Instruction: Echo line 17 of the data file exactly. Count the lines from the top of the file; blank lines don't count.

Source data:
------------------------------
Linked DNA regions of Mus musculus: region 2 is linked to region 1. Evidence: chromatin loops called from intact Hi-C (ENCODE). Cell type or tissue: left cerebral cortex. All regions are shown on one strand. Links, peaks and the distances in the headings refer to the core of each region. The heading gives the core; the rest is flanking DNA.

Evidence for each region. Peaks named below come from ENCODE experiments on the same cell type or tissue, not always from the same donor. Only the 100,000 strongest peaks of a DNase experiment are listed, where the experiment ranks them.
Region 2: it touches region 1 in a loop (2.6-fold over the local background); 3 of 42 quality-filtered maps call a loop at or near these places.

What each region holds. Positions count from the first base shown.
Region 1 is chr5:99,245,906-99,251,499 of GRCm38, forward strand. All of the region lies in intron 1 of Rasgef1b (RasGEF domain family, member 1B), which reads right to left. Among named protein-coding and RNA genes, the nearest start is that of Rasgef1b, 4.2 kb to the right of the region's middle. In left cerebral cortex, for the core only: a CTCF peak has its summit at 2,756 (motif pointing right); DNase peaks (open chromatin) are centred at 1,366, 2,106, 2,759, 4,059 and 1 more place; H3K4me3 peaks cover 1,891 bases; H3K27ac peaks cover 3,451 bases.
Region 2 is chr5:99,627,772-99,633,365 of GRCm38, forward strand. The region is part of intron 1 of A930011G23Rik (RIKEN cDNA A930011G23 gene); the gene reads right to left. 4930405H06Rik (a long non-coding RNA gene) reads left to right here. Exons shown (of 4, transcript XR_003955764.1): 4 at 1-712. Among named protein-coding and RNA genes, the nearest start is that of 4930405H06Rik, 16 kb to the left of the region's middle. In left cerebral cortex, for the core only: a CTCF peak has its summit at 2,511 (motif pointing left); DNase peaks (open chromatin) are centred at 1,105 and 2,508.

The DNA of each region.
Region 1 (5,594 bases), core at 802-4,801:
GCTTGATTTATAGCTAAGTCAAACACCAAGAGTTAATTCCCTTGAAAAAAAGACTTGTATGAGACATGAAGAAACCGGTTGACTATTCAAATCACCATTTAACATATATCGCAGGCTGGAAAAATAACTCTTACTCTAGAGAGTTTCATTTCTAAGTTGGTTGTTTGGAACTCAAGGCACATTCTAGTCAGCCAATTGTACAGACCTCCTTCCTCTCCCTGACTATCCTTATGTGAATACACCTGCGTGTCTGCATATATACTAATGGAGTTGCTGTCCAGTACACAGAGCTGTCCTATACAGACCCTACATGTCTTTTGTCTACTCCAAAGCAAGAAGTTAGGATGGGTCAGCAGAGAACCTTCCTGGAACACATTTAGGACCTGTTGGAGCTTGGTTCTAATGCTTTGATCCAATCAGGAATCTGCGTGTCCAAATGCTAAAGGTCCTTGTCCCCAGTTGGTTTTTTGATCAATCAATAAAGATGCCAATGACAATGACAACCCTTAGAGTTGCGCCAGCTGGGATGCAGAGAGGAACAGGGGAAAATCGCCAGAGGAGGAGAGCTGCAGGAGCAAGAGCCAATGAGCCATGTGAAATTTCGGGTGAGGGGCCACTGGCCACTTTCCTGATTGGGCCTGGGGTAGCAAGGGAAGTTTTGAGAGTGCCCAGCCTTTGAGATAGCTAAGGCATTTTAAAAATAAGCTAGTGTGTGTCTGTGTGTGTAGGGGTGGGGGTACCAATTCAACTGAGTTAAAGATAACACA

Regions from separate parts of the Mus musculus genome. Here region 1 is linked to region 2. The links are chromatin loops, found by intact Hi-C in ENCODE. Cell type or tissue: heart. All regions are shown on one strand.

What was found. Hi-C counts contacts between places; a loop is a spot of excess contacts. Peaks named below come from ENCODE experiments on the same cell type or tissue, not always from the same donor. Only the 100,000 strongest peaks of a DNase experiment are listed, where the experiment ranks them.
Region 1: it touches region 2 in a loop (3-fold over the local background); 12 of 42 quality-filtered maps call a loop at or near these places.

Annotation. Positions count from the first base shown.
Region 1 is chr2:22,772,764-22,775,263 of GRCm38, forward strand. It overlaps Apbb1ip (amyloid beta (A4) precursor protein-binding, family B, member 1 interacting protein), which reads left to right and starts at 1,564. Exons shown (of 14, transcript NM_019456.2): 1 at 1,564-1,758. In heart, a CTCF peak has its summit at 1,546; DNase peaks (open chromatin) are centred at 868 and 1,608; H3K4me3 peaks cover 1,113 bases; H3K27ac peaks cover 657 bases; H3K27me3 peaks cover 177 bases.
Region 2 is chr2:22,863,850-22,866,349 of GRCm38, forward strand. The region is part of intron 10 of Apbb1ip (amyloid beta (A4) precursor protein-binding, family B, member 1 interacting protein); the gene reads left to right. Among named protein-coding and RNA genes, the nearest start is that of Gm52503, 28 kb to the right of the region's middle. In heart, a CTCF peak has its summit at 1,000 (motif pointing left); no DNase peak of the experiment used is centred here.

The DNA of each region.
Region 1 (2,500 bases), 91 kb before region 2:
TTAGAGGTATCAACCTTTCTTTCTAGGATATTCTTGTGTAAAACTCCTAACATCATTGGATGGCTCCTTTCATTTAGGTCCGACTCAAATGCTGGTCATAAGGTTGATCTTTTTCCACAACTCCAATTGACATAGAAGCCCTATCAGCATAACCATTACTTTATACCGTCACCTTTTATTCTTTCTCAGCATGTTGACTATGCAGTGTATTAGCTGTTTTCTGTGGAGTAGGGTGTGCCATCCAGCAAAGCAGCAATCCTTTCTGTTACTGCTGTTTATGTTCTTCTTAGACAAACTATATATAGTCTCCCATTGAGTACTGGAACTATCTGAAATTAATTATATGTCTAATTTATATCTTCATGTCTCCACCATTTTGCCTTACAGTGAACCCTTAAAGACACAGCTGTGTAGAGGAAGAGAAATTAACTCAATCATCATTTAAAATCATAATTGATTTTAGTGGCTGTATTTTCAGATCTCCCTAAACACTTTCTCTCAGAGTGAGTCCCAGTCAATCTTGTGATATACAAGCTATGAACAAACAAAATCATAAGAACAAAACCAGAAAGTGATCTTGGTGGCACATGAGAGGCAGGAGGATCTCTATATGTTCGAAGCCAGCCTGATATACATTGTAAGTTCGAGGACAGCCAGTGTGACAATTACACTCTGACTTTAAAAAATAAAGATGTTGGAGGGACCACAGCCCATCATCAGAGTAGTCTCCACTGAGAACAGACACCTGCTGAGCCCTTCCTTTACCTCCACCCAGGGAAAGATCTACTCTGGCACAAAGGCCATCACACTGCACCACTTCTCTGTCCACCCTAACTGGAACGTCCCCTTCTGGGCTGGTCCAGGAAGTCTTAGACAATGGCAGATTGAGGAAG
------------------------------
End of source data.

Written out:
Region 1 (2,500 bases), 91 kb before region 2: